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      Determination of the relative atomic mass...Determination of the relative atomic mass of Lithium Implementing For all my results I have decided to use three significant figures. This is because the apparatus I was told to use for the experiment gave me results to three significant figures. There was, therefor, no point in calculate to any further accuracy as this would just define a figure that has already been calculated to a specific depth of accuracy. Results Method 1 Mass of Lithium used 1.09 g Volume of gas produced 175 cm3 Method 2 1 2 3 Final Burette Reading 42.1 42.3 42.3 Initial Reading 0 0 0 Volume added cm3 42.1 42.3 42.3 Average 42.2 cm3 Analysing Method 1 Calculate the number of moles of hydrogen. 1 175 = 0.00729 Number of moles = Amount of gas produced 2400 2400 This was calculated to find out the number of moles in the Hydrogen gas that had produced. Deduce from this the number of moles of Lithium. 2 The number of moles of Lithium = 0.00729 x 2= 0.0146 If you look at the chemical equation¡V 2Lis + 2H2Ol ------"žÂ³ 2LiOHaq + H2g You can see that the molar ratio of number of moles of hydrogen to number of moles of lithium is 1:2. As I had already calculated the number of moles for Hydrogen, I can multiply it by two and this will give me the number of moles of Lithium. Using your values above and the original mass of Lithium, calculate the relative atomic mass of lithium. 3 1.09 = 7.13 Relative atomic mass= Mass used in grams 0.146 Number of moles From the amount of lithium used and the number of moles of lithium. I used the above equation to calculate the relative atomic mass of lithium. Method 2 Calculate the number of moles of HCl used in the titration. Average volume 1 42.7 x 0.1= 0.00422 Number of moles of HCl = concentration x volume 1000 1000 The formula I used is the one shown above. This enabled me to calculate the number of moles of HCl used in the titration experiment, as the HCl was a solution. Deduce the number of moles of LiOH used in the titration. 2 The number of moles of LiOH used in the titration = 0.00422 LiOHaq + HClaq -----"žÂ³ LiCl + H2g This calculation was much the same as calculation 2 of the last experiment but this time the molar ratio was 1:1 between LiOH and HCl, as shown in the equation above¡V Calculate the number of moles of LiOH present in 100cm3 of the solution from method 1. 3 The number of moles of LiOH present in 100 cm3 is = 0.00422 x 4 = 0.0169 The first equation shows that in 25 cm3 of LiOH there are 0.00422 moles. 100 cm3 is 4 times as much as 25cm3, therefor if I multiply 0.00422 by 4 then this would give me the number of moles on 100 cm3 Use the result and the original mass of lithium to calculate the relative atomic mass of Lithium. 4 0.104 = 6.15 Relative atomic mass = Mass used in g 0.0169 Number of moles I used the formula above to calculate the relative atomic mass. My average atomic mass for Lithium = 6.64 The actual relative atomic mass for Lithium = 6.90 Difference = 0.26 % difference = 3.77 Risk assessment The first safety hazard I encountered in my experiment was the Li that I placed into the waster in the first method. I was told it reacted violently with water to form lithium hydroxide. The Li was contained at almost all times throughout the experiment but as there was a chance of me being in proximity of the reaction then I wore goggles. Also I was shown that I was not to use a cube that has sides of more than 3mm. So I used a cube as near this number as possible but I ensured that I did not exceed this 3mm constraint at all times. The second safety hazard I encountered was the hydrogen gas. This is an extremely flammable gas and so I made sure that there were no naked flames around the experiment at all times. Thirdly I encountered lithium hydroxide this is only a problem when it exceeds 6.5 molar and as I used no where near this molarity all that this substance was, was a mild irritant. Therefor all I needed was eye protection and in the case of it getting on my skin I was to wash it off with water. HCl was the last harmful substance that I used in my experiment and the procedure for this was exactly the same as lithium hydroxide. Evaluation There are two ways that there could have been inaccuracies in my experiment, the first of which could have been my experimental procedure and the second could have been problems with the apparatus I used to implement my experiment. The first inaccuracy that I encountered really cancels itself out in some respects. There is oil used to stop the Li reacting with the air and this is helpful in some respects but not in others. This creates a multiple number of inaccuracies, as you have to remove the oil from the Li so that you weight the Li by itself to stop inaccuracies in later calculations. This though will then let the Li oxidise with the oxygen in the atmosphere, therefor I will, if the experiment is to be repeated use an inert atmosphere to stop any oxidisation from taking place. Also the only effective way to remove the oil from the Li is to cut the outside layer off the Li and this will ensure there is no oil left on the Li when it is weighed. Also this will stop the oil from being in the Li hydroxide and creating any inaccuracies in the second method. Hydrogen is another source for an inaccuracy. This is because in can be effected and lost. It can be lost in two ways, either when the bung is replaced onto the conical flask when the Li starts to react or when the hydrogen goes through the rubber tubing it can be lost. There are no ways to improve the experimental procedure for this and so they are inaccuracies that I cannot change. The third inaccuracy is the fact the gas expanded when it came from the Li and water as it was hot so the final gas reading would be greater than it should be and so it effected my results. I would of used a percentage error type of evaluation but as I don¡¦t have specific measurements that could of shown me how inaccurate the data I collected was I cannot use percentage errors for some data¡¦s and not for others.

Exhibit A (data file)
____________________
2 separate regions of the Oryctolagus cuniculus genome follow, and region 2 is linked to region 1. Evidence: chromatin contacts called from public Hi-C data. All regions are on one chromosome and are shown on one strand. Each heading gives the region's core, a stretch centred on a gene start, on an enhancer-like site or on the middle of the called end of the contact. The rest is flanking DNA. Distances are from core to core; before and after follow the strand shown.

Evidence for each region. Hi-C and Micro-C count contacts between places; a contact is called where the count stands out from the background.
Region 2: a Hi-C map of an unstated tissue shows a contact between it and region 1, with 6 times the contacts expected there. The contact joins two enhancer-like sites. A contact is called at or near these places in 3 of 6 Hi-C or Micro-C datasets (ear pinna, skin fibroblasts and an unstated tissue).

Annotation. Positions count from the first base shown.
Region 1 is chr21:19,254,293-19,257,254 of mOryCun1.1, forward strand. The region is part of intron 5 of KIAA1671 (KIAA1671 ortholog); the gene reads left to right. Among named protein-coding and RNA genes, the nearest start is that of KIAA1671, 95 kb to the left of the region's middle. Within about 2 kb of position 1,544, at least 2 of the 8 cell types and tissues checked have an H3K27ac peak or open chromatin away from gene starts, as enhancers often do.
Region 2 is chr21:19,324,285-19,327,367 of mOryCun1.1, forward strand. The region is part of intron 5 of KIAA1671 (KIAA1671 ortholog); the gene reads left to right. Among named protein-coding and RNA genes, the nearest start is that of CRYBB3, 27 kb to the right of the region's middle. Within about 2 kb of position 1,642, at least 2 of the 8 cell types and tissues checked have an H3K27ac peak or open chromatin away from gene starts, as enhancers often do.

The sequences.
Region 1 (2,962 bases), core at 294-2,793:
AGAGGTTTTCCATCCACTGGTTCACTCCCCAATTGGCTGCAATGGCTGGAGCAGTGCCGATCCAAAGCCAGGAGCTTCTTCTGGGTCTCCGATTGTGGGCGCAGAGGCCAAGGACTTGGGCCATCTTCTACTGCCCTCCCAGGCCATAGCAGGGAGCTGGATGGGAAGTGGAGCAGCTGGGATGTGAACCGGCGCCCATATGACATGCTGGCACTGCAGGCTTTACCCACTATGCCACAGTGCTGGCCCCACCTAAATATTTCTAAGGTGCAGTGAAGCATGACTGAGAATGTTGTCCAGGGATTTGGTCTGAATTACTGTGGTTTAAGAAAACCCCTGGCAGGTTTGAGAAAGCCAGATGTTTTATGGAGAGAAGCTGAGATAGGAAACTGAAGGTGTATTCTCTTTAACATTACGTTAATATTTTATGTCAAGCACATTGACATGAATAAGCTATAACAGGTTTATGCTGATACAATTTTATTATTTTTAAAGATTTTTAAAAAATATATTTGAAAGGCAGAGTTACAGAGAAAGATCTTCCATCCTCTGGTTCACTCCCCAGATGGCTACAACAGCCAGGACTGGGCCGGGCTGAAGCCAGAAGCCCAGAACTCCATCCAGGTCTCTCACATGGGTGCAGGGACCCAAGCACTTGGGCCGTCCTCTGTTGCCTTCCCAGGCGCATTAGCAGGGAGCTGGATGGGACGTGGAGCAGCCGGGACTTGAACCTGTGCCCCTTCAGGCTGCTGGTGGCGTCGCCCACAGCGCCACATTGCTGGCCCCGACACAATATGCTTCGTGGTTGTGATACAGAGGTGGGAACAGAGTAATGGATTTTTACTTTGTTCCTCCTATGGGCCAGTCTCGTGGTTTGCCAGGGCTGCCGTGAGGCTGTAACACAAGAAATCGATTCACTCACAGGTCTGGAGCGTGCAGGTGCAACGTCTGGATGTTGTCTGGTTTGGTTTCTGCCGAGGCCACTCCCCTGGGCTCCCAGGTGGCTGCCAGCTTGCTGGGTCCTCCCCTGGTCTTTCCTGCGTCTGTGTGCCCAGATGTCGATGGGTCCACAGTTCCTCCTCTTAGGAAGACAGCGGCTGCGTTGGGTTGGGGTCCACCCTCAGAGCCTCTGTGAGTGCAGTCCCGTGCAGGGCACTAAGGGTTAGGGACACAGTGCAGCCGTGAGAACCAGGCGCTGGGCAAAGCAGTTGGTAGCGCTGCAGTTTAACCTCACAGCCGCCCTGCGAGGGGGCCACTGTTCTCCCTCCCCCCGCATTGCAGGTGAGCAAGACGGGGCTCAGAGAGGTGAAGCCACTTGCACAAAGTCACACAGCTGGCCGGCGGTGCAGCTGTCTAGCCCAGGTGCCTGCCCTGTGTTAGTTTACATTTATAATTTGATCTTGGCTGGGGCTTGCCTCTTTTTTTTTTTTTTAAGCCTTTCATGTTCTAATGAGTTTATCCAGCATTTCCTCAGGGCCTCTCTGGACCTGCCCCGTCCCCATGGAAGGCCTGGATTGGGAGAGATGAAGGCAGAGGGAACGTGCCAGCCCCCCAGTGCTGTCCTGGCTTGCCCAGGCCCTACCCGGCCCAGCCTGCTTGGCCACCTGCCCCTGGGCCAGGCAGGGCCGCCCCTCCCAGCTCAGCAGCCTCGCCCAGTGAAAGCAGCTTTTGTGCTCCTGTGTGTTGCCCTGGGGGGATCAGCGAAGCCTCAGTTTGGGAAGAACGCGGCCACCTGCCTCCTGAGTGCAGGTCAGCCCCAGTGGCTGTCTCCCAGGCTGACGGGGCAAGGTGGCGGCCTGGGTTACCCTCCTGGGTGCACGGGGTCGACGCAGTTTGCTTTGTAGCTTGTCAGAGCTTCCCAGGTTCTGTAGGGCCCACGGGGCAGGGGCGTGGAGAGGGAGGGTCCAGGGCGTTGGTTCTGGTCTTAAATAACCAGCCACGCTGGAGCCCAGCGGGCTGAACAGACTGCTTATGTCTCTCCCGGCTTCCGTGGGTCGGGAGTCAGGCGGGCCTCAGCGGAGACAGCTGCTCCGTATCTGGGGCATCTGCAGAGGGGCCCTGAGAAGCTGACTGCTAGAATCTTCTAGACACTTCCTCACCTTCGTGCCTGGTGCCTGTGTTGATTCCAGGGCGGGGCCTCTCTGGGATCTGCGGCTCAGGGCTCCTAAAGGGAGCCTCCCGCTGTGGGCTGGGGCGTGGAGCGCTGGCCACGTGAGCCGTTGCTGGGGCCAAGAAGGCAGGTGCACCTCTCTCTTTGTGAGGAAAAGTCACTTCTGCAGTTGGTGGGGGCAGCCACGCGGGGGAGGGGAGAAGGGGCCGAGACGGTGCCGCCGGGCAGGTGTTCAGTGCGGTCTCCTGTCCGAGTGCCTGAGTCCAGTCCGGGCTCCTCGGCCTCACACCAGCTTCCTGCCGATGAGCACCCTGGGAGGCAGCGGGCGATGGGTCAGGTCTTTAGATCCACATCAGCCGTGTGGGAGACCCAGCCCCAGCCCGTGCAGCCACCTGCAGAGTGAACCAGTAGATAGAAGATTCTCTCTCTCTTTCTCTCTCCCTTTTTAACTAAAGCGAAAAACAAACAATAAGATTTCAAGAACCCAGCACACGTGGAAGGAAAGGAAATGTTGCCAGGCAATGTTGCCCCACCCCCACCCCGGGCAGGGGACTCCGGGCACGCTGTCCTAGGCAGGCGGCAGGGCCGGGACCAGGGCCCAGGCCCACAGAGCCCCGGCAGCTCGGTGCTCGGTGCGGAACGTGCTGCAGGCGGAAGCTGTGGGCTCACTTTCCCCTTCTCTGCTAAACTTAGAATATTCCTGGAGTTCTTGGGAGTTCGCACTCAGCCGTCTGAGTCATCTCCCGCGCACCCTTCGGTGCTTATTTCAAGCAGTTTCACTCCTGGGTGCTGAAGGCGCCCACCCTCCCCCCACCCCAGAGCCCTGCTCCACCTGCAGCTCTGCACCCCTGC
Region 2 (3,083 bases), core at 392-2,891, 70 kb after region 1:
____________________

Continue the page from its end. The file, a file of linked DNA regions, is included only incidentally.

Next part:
Determination of the relative atomic mass of Lithium Implementing For all my results I have decided to use three significant figures. This is because the apparatus I was told to use for the experiment gave me results to three significant figures. There was, therefor, no point in calculate...